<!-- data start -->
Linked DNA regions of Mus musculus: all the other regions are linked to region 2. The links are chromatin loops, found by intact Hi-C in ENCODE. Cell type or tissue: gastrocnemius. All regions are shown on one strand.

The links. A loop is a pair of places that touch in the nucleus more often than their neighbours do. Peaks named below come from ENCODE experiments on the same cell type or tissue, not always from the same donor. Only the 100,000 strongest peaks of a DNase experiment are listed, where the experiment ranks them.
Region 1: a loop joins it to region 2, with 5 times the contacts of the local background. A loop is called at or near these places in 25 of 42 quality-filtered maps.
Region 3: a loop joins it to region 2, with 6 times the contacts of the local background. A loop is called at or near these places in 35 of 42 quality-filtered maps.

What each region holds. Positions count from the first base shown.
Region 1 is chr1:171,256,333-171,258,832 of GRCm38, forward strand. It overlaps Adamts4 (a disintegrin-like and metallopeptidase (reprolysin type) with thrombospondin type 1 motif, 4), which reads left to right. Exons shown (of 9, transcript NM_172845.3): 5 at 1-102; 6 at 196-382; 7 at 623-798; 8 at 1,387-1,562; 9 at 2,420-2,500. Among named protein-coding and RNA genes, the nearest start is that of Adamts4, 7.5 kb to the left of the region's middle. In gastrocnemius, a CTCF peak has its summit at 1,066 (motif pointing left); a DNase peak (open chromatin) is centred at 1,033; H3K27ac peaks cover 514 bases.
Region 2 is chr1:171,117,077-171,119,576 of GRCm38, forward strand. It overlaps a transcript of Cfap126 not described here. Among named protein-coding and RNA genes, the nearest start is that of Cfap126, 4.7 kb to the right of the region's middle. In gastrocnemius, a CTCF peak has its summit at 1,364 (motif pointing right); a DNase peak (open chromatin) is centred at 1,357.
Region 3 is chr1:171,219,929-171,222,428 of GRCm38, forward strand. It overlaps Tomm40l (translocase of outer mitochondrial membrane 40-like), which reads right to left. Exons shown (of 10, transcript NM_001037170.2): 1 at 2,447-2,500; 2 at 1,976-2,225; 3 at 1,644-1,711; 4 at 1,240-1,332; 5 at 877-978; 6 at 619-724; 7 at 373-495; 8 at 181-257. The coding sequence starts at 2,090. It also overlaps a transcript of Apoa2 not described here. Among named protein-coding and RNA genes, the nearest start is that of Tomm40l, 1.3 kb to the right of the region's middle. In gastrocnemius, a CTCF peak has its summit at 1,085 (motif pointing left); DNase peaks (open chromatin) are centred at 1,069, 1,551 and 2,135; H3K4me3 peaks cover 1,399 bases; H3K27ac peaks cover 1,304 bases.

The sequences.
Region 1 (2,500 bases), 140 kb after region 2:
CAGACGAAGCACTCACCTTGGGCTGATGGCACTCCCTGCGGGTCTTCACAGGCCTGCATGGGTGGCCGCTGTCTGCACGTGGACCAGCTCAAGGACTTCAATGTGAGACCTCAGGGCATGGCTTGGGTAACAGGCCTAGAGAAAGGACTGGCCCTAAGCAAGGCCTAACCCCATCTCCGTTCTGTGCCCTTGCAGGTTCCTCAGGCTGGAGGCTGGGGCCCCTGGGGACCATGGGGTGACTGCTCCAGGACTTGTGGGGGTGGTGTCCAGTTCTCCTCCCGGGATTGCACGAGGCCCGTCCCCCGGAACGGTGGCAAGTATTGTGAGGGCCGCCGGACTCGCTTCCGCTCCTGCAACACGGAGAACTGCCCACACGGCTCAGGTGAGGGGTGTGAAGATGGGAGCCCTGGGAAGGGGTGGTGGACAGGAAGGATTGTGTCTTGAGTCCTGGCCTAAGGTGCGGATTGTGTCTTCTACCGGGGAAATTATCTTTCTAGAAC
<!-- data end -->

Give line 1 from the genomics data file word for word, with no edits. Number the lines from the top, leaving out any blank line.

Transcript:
Linked DNA regions of Mus musculus: all the other regions are linked to region 2. The links are chromatin loops, found by intact Hi-C in ENCODE. Cell type or tissue: gastrocnemius. All regions are shown on one strand.